Anjum Chopra is now a well-known name in international cricket. She is the former captain of India’s women’s cricket team. Having made her her One Day International debut in 1995 against New Zealand at Christchurch, Chopra became an inspiration for thousands of aspiring women cricketers the world over. Talking about her career and love for cricket, the Arjuna Award winner speaks to Guardian 20 about the role of women in advancing Indian cricket.
Q. Was it easy for you to make it as a professional cricketer?
A. Yes, it was. I have a family of sportspeople. My uncle used to play cricket, my brothers used to play cricket for Delhi as well and I have a family of sportspersons — right from my maternal grandfather to my parents. So, getting into cricket was not difficult.
Q. Did you face any hindrances or challenges in pursuing your dream?
A. No, as I said, my maternal grandfather was a Commonwealth and Olympic athlete and a cricket commenter. And my family had a history of sports and cricket. Getting into sports was not a problem and getting into cricket was also not a problem as I liked sports and when my mother introduced me to sports, I took to it like a fish to water. The encouragement to continue in sports came from my family. So that was never a worry. From a very young age, I would miss out on my classes in school, but then, my school too was very supportive, as was my college later on. So it wasn’t difficult to get into sports, but the one challenge was continuing it with your studies alongside, which was not easy.
“For a woman to be a sportsperson is itself not easy. In India, too, it’s difficult mainly because we are yet not a sporting nation. We love our sporting heroes but we scarcely understand what it takes to become one. You don’t become a hero overnight.”
Q. But for a woman to be a professional sportsperson in India is still considered unusual.
A. For a woman to be a sportsperson is itself not easy. In India, too, it’s difficult mainly because we are yet not a sporting nation. We love our sporting heroes but we scarcely understand what it takes to become one. You don’t become a hero overnight. You have to burn the midnight oil and work hard for it to become what you aspire to be and it takes time. So there are challenges. But then, similar challenges are faced by men, but we never talk about the hardship men face. We only talk about the hardships women face.
Q. In India, cricket dominates when it comes to sports. But our women’s cricket team is hardly noticed or it is just ignored. How do you think can we make women’s cricket more popular?
A. To gain popularity among the youth, women’s cricket team needs to do really well and to be highlighted in the media more than it is. Also, girls need to play more cricket. But the hard work needs to be done by the national team itself, domestically and internationally.
Q. We have many women-only cricket tournaments happening, like the World T20 on now. Yet, unlike women’s tennis, there seem to be few takers for women’s cricket.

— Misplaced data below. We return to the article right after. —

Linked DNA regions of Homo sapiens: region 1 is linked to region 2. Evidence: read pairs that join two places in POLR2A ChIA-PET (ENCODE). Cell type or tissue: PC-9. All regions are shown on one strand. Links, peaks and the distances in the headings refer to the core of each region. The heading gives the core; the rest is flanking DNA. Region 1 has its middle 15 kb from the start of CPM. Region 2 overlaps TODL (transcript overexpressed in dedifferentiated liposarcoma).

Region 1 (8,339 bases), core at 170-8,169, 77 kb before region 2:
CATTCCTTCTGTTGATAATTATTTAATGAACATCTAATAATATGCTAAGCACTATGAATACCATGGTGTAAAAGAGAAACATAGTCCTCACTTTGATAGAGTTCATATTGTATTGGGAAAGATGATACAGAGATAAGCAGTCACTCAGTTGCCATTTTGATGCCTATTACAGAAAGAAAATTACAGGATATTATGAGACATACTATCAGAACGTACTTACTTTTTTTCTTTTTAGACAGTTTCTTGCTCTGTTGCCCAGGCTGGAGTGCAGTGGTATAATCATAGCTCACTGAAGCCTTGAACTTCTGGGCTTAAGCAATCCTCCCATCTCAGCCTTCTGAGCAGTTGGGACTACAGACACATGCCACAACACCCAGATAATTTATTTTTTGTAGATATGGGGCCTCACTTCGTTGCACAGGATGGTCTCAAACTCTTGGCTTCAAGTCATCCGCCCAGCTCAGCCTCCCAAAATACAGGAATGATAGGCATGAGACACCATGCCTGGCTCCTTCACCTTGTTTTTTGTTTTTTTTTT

A. Yes, it doesn’t get noticed as much as it merits. This, again, should be addressed by the national media. We should be able to create an atmosphere, and generate interest in people for women’s cricket, even at the domestic level.
Q. Do you think people have unfairly brought gender-based discourse into sports? Why talk of women’s cricket and men’s cricket when it’s the same sport we’re talking about?
A. There is a women’s team that represents India on the global stage. So I think there is no harm in identifying men’s team and women’s team in this regard. I don’t say that women’s cricket is on the same platform as men’s cricket. And one should also not compare the two variants of the sport. Because one thing is for sure that the required physical strength in these two versions will not be comparable — at least by and large it is not comparable. So we don’t need comparisons. These are two different genres of the same sport. And the end of the day, anyone who wants to be a professional sportsperson needs to find the right balance in their lives. Today, the infrastructure for women’s cricket and other sports is available in our country, which can be a great help to aspiring
Q. Is there any pay discrimination between a male player and a female player in India?
A. Yes, there is. Pay discrimination is very much there. Here, I am only talking about cricket, where there’s no pay parity at all. The wages earned by men and women are not even comparable.
Q. Women cricket players are not as prominent on the global stage as the women who play tennis and badminton, like Saina Nehwal and Sania Mirza, for instance, who have earned international celebrity. Why do you think that is so?
A. I think results matter a lot. Both Saina and Sania have given fantastic results and have been winning consistently. I think at the end of the day, if you are beating the world, you get noticed. Sania has got 13 world titles in the last two years or so. All this doesn’t come easy. For Saina, going through injuries and being consistent number one or number two in world badminton rankings, is not easy. Maintaining your standards, and your position among the top three players in the world in any sport is phenomenal. So, results matter a lot and since they have been giving results throughout, they are much noticed and have developed a large fan following. I am pretty hopeful that other women sports could do the same, if the teams show consistent results. If the Indian women’s cricket team starts performing well, it will also noticed on the world stage.
Q. What are your views on women empowerment?
A. Look, I always feel empowerment is more individualistic rather than anybody offering it to you. I think celebrating womanhood, too, should be done 365 days in a year. It should be celebrated throughout the year. We have been fortunate enough to have been alive in this world and to have achieved whatever we have achieved.